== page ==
The RAND American Life Panel (ALP) offers a unique perspective on voter intent as we near the 2012 presidential election.
The Election Forecast provides our best forecast of the popular vote based on the responses that panelists provided in the past week. The gray band indicates if the difference between the estimates for the two candidates is statistically significant. If the lines for Obama and Romney lie outside the gray band, then with at least 95-percent confidence we can say that one candidate would win the election if on election day the citizens vote as they now anticipate. It is important to note that if the lines are within the gray band then the observed differences may be due to chance.
It is also important to note that the predictions combine the percent chance of voting for a candidate with the percent chance that a respondent will actually vote. For example, if someone says in response to the first question that he or she has a 50-percent chance of actually voting, then this person's response to the question of who they will vote for gets a “weight” of 50 percent in the calculation of our prediction (which is then further weighted by the percent chance that he or she says that they are likely to vote for their chosen candidate).data
This graph presents the forecast by the panelists of who will win the election. This need not be the same as who one votes for. One can vote for one candidate, but still think that the other candidate will win.data
This graph shows us how many panelists shifted their vote from Obama to Romney or vice versa in the past week. Notice that these are generally small percentages, which causes this particular graph to be rather “noisy”.data
The next graph shows the “intention to vote” by candidate preference. Supporters of one candidate may be more likely to vote than supporters of another candidate and the graph shows how this differs between the Obama supporters and the Romney supporters. Recall that, as explained above, the weekly poll takes the differences in voting intentions into account.data
The fifth graph shows one of the first three graphs explained above, but now broken out by respondent characteristics. Each day we present the data broken out by a different characteristic, such as age, education, income, position in the labor market, race, sex, and state (Pennsylvania, Florida, Ohio). Anyone interested to know more about the results broken down by respondent characteristics, or about other ways data from the survey can be accessed and used, is invited to contact Krishna Kumar, director of RAND Labor and Population, at firstname.lastname@example.org.
First, it allows us to ask the same people for their opinion repeatedly over time. In comparison to most polls, this leads to much more stable outcomes; changes that we see are true changes in people's opinions and not the result of random fluctuations in who gets asked the questions.
Second, we may be more accurately capturing the likely votes of a greater number of voters in the crucial “middle” (i.e., not closely aligned with either candidate) by allowing respondents to more precisely assign their own numerical probability (or percent chance) to both the likelihood that they will vote and the likelihood that they will vote for a particular candidate. By comparison, traditional polls may not be fully capturing the intentions of these voters because they rely on less precise qualitative metrics (such as somewhat likely and somewhat unlikely) when asking respondents to indicate for whom they may vote and the likelihood that they will vote.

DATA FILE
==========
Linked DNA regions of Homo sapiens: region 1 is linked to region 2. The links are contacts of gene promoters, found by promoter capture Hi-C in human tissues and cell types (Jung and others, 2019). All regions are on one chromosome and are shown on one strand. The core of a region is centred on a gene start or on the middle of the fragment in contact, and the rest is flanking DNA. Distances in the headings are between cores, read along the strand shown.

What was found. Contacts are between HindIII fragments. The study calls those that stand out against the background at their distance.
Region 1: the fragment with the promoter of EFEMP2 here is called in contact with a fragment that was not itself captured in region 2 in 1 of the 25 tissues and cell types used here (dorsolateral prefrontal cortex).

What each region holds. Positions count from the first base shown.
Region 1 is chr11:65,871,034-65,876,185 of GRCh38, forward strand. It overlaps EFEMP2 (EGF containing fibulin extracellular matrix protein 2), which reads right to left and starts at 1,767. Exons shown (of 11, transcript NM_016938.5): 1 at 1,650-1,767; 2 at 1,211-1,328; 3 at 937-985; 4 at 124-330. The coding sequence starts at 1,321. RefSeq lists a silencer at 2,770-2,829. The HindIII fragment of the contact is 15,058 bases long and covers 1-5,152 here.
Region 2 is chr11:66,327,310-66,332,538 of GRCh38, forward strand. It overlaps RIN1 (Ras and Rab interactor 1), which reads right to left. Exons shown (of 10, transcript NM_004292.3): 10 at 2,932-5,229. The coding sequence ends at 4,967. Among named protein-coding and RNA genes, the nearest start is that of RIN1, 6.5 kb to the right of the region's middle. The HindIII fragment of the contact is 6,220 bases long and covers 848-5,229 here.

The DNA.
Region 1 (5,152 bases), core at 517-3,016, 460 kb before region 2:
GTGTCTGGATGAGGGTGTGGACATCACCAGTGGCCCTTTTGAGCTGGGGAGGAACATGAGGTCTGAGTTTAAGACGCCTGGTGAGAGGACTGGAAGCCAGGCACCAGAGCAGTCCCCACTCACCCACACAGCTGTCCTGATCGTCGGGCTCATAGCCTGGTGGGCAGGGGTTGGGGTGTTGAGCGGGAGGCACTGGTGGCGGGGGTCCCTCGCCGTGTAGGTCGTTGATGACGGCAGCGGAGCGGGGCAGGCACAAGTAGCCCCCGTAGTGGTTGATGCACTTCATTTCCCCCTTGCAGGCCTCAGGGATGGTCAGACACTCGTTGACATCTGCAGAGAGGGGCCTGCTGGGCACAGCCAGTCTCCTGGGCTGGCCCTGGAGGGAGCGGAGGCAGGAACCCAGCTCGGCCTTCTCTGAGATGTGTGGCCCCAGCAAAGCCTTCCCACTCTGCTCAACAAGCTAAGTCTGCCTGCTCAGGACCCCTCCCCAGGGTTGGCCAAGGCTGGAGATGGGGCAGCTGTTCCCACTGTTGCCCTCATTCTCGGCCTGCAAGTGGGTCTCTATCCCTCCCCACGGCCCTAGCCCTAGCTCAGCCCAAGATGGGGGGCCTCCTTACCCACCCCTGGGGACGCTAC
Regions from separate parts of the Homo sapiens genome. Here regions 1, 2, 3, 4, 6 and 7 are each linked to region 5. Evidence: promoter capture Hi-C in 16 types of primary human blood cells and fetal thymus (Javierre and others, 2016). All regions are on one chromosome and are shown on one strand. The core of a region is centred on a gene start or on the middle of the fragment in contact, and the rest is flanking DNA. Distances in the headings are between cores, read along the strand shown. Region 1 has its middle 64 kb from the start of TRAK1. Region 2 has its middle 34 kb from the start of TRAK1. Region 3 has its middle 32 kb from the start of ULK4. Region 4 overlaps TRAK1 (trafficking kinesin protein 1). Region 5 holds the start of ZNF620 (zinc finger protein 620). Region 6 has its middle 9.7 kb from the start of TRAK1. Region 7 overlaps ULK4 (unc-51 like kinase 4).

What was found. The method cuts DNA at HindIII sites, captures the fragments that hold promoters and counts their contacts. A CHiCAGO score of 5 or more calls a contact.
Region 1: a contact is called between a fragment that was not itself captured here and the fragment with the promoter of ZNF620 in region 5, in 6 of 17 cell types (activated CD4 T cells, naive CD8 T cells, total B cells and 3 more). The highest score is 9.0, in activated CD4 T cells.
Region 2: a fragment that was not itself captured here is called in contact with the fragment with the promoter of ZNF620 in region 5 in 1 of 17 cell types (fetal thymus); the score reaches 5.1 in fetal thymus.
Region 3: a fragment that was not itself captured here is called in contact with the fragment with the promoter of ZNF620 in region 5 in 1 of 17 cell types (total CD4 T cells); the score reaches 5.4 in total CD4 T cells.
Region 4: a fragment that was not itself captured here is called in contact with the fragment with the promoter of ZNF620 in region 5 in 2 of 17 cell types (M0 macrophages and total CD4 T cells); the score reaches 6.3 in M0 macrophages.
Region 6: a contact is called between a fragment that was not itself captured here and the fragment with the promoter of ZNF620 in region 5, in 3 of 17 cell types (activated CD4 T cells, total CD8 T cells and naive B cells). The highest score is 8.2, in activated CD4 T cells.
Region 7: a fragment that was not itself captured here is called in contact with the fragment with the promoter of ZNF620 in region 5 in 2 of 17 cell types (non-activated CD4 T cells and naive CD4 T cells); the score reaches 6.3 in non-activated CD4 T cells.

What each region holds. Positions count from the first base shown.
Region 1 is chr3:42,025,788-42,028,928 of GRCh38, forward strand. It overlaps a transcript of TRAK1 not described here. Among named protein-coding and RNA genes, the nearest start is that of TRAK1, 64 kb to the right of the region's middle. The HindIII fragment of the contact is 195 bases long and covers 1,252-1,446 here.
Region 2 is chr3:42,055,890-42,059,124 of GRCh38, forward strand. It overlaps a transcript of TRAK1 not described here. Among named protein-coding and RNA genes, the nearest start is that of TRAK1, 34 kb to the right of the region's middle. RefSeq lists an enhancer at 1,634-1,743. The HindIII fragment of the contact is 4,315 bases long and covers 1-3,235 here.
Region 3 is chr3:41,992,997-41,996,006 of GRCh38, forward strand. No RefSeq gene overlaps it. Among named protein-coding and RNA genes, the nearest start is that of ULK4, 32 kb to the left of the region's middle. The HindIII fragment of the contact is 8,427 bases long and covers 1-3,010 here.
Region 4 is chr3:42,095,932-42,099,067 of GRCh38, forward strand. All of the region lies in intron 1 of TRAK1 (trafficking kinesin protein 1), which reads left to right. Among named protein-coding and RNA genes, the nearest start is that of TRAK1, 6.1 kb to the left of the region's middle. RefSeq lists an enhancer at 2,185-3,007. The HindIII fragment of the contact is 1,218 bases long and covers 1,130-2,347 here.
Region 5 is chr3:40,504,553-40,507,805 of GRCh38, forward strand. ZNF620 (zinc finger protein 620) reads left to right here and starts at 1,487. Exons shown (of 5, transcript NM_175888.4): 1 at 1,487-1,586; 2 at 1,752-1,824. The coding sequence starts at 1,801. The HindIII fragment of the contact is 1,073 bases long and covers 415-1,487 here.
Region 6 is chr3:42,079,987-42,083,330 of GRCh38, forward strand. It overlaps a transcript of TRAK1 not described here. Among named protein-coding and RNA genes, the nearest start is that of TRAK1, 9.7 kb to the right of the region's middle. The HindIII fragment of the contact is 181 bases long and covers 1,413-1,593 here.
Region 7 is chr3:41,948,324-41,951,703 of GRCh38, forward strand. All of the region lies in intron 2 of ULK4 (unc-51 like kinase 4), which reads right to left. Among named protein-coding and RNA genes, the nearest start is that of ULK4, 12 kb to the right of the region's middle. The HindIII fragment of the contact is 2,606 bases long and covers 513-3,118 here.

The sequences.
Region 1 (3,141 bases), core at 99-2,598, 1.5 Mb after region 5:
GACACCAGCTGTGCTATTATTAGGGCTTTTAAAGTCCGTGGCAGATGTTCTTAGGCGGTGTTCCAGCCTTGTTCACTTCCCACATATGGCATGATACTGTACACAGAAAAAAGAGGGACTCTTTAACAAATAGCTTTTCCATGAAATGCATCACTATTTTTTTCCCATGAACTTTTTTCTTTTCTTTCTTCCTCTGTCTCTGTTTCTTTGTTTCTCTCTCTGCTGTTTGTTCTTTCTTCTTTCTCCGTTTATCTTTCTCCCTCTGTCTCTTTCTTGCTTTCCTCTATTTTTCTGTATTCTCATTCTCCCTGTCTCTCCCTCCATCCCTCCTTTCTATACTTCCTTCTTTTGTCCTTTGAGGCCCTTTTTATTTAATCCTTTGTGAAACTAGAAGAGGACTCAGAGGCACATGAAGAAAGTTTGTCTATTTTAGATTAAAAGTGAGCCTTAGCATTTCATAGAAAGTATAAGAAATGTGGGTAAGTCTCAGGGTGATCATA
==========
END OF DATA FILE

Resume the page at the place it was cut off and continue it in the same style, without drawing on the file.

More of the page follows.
Since July 5, 3,500 participants in the RAND American Life Panel (all U.S. citizens over the age of 18) have been invited to answer three questions every week:
Every day one seventh of the panel members receive an email inviting them to answer the three questions above within a week. So one seventh of the panel members always get an email on Monday, one seventh always on Tuesday, etc. In total about 3,500 panel members participate, so every day about 500 panel members get an email inviting them to “vote.”
By asking respondents for probabilities (i.e., “What is the percent chance...”), we acknowledge the fact that respondents may not be 100-percent sure who they will vote for or whether they will even vote. We use both of these probabilities to weight their responses in the final poll data. This approach was developed by Adeline Delavande (University of Essex, United Kingdom) and Charles Manski (Northwestern University).
As with nearly all survey data, we weight our sample to best match the population of interest (including factors such as sex, age category, race-ethnicity, education, household size, and family income). Based on the premise that the best predictor of future voting behavior is past voting behavior, we also reweight each daily sample separately such that its voting behavior in 2008 matches known population voting behavior in 2008.
The results are updated every day (to be precise: every day at 1 a.m., PDT), and each daily figure always refers to the average over the week ending on that particular day. In other words, each data point in the graph represents the accumulated responses to the last seven days' surveys. (Or to put it another way, each day's result is an updated rolling tabulation of that day's data and the previous six days' survey data). It is important to keep this in mind when comparing the numbers from one day to the next, as in that time only one-seventh of the respondents would have been able to change their answer.
The microdata on which the forecasts are based can be found here.
For more information, contact Krishna Kumar, director of RAND Labor and Population, at email@example.com